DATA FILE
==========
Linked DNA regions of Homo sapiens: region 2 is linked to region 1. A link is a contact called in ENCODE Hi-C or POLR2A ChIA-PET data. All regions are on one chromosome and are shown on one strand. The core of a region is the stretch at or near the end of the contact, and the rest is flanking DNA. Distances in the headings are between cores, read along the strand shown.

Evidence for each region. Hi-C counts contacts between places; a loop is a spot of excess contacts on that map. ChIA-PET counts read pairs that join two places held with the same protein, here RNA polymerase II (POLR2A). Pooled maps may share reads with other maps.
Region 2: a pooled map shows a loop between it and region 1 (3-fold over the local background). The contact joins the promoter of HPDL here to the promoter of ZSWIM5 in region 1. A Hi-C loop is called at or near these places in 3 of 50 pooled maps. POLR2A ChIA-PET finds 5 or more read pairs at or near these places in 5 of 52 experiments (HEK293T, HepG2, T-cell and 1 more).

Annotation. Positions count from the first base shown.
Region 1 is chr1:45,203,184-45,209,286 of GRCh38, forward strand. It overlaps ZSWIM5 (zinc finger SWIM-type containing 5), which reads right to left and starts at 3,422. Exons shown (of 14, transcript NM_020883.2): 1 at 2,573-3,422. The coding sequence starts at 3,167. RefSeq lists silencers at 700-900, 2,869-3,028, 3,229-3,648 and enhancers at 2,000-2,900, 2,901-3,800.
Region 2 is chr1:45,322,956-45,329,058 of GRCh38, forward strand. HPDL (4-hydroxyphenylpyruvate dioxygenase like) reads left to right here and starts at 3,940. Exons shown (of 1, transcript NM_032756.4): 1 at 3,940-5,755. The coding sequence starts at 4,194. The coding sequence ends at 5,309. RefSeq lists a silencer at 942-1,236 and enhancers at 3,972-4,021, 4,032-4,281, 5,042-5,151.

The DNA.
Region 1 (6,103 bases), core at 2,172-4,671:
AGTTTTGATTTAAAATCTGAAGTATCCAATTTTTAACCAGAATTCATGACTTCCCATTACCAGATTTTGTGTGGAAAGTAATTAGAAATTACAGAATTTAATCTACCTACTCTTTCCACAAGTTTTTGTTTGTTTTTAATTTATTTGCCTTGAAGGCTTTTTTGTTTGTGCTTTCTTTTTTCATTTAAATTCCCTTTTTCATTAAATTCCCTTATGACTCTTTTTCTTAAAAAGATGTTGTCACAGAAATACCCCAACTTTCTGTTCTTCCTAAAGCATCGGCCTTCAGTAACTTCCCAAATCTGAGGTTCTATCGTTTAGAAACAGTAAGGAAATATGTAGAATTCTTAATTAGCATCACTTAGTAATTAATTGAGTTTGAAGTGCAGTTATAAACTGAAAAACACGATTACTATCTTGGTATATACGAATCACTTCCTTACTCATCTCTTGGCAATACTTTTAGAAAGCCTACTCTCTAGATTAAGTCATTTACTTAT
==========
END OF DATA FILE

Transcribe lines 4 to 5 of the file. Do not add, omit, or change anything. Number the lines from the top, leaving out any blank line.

Annotation. Positions count from the first base shown.
Region 1 is chr1:45,203,184-45,209,286 of GRCh38, forward strand. It overlaps ZSWIM5 (zinc finger SWIM-type containing 5), which reads right to left and starts at 3,422. Exons shown (of 14, transcript NM_020883.2): 1 at 2,573-3,422. The coding sequence starts at 3,167. RefSeq lists silencers at 700-900, 2,869-3,028, 3,229-3,648 and enhancers at 2,000-2,900, 2,901-3,800.